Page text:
Jean-François Millaire
Department of Anthropology

The University of Western Ontario
Burial at Huaca Santa Clara, Peru



Virú Polity Project

I am currently directing a research project that investigates the nature of early state formation and early urbanization along the north coast of Peru, which will focus on the polity that ruled over the Virú Valley during the Early Intermediate period (c. 200 BC-AD 800). This project partly stems from recent debates on north coast cultural history, which calls for a careful re-examination of the nature of the “Gallinazo” and “Virú” archaeological cultures —a theme that was the focus on a round table I organized in Peru in 2004 (Millaire and Morlion eds. 2009). While our work will focus mainly on the core of this polity —an ensemble of adobe platform mounds locally known as the Gallinazo Group— and involve large scale excavations in deep stratified contexts, investigations will also be conducted in other parts of the valley. The team will include Peruvian and foreign researchers, as well as graduate and undergraduate students.



Andean Isotope Sampling Program

Since July 2007, I am involved in a program of isotopic (water and soil) sampling in Peru in collaboration with Christine White, Fred Longstaffe, and graduate students. This program aims at creating a baseline for current and future research on ancient mobility patterns in the Andean region using data from archaeological contexts.

Click here to access the program page



Agreement with the Museo Larco

In August 2007, The University of Western Ontario has signed an agreement with the Museo Larco in Lima. This agreement will stimulate collaborative research efforts and benefit researchers from both institutions.

Click here to visit the museum web site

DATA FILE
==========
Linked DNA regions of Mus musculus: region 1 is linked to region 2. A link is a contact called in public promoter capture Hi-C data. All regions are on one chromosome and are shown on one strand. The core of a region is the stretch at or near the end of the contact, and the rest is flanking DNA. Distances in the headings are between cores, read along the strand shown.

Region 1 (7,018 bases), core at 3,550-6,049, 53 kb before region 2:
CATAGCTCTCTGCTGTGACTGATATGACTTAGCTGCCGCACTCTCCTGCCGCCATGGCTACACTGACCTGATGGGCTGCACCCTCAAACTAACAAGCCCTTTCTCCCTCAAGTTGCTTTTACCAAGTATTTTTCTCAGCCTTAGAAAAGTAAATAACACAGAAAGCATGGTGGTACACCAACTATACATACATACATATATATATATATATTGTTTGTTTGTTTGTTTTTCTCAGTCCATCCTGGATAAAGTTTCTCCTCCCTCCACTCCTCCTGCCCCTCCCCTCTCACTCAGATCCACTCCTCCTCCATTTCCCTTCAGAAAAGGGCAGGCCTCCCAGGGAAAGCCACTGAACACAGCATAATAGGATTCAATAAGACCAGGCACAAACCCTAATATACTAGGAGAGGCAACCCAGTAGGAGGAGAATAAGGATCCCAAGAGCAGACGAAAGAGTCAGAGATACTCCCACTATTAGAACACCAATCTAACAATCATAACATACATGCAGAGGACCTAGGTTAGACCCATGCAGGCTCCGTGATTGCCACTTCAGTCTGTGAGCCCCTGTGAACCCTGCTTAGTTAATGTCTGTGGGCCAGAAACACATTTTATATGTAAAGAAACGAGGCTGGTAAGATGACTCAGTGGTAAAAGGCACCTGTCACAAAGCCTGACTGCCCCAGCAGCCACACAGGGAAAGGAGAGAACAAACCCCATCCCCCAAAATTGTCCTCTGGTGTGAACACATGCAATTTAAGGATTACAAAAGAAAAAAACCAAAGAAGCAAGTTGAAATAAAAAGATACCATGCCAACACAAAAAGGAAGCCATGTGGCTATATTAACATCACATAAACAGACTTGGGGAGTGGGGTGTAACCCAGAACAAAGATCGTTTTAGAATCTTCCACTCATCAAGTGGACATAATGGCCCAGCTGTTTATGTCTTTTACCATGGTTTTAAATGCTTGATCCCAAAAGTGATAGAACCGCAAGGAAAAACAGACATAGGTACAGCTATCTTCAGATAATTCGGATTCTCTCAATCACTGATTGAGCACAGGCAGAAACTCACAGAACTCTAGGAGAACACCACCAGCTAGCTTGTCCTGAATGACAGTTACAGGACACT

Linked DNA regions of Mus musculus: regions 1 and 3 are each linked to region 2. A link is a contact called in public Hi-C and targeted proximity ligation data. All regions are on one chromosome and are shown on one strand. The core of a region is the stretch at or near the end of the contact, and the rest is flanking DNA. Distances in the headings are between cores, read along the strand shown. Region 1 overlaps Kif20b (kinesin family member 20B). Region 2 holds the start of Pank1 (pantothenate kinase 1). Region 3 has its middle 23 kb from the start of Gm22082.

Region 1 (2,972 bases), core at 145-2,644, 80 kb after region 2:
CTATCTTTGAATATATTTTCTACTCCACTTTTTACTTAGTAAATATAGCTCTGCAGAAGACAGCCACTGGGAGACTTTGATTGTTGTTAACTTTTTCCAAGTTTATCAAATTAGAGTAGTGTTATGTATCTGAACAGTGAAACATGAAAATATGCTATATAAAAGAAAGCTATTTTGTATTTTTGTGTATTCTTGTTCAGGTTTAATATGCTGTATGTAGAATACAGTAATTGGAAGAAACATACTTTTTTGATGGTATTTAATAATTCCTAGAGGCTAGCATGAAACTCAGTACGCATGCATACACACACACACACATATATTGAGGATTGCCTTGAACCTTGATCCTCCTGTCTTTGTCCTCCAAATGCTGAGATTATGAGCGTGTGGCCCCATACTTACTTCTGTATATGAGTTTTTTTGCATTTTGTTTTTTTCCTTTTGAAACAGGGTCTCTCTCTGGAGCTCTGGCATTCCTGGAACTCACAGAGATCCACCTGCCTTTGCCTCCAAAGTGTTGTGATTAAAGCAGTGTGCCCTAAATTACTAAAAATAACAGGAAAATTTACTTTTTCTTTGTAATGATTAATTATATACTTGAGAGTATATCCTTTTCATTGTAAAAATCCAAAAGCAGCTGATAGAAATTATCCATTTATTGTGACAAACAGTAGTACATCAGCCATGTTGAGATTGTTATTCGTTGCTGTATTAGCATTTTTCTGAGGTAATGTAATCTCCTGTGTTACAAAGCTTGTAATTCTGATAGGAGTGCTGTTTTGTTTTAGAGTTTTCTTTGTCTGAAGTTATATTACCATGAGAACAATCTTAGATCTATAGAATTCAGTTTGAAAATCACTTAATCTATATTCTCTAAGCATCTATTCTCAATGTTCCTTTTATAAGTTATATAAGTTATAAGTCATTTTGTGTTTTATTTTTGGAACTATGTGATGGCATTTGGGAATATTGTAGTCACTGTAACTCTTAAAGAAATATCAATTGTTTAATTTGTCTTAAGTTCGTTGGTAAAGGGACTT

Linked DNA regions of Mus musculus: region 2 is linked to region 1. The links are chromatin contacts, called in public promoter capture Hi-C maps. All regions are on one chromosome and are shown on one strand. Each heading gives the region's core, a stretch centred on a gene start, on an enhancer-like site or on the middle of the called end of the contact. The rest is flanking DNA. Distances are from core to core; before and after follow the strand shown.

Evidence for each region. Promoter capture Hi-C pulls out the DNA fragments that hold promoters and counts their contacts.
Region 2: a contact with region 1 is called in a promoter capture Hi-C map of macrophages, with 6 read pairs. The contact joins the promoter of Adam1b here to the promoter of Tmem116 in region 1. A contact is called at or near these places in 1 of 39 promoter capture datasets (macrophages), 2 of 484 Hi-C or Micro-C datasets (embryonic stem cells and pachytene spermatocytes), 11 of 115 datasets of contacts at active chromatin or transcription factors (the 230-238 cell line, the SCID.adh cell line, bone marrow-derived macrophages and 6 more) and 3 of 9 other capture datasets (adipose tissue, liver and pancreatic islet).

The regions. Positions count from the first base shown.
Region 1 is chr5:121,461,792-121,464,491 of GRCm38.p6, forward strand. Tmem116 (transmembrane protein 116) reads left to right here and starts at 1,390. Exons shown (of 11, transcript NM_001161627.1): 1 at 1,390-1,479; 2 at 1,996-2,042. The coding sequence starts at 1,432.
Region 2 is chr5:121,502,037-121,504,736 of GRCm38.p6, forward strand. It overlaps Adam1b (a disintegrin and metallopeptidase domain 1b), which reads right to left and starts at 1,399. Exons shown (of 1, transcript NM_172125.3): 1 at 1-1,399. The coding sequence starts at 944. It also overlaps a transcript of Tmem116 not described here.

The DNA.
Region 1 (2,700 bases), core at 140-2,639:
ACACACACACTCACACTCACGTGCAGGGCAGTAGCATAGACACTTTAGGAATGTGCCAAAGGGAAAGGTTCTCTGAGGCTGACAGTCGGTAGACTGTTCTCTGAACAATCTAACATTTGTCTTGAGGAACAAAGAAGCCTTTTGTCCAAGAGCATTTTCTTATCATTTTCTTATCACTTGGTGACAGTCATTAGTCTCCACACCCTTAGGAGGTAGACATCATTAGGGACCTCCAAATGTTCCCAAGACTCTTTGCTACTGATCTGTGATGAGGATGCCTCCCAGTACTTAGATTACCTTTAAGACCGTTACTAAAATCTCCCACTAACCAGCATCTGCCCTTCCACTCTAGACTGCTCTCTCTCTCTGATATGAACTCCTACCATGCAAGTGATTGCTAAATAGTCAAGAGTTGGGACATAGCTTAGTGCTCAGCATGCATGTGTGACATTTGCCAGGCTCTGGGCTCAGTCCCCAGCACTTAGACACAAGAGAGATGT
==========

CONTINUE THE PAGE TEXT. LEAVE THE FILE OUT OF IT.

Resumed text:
Click here to browse the online catalogue



Huaca Santa Clara Project

Between 2002 and 2005, I directed a research project in the Virú Valley, Peru. The research, supported by the Fonds Québécois de Recherche sur la Société et la Culture, the Social Sciences and Humanities Research Council and through a Fellowship in Pre-Columbian Studies at Dumbarton Oaks (Washington, D.C.) was a field project focussing on the Moche and Gallinazo cultures. The centrepiece of this investigation was an excavation I organized on the Prehispanic site of Huaca Santa Clara, an important settlement in this region. The aim was to investigate the nature of the settlement within the context of state formation and early urbanization during a key period in Andean prehistory. This was done through surveys, large-scale excavations, multi-disciplinary analyses, and the use of GIS technology to help assess the position of Huaca Santa Clara within the regional political system and explore the cultural affiliation of the local elites and their relations with rulers of the valley and leaders in more distant regions. In order to make the results of my work available, I have embarked on a series of publications, including a book on the Gallinazo occupation of Huaca Santa Clara.



Moche Cemeteries Project

As part of my doctoral research on Moche burial practices, I directed this fieldwork project in the Moche Valley between 1998 and 2000. The main objective of this study, funded by the Gilchrist Educational Trust, the Sainsbury Research Unit, the Sir Richard Stapley Educational Trust and the Society of Antiquaries of London, was to document Prehispanic funerary practices within cemeteries and in non-residential architecture. During these campaigns, burials of upper and lower levels of the Moche society were excavated and subsequently studied within a broader analysis of social differentiation in Moche society using multivariate statistical techniques. A book stemming from this research was published in 2002 (Moche Burial Patterns An Investigation into Prehispanic Social Structure, Archaeopress, Oxford). As an offshoot in this interest in prehistoric mortuary practices, I also wrote an article on the cult of the ancestors in Moche society (published in Latin American Antiquity in 2004).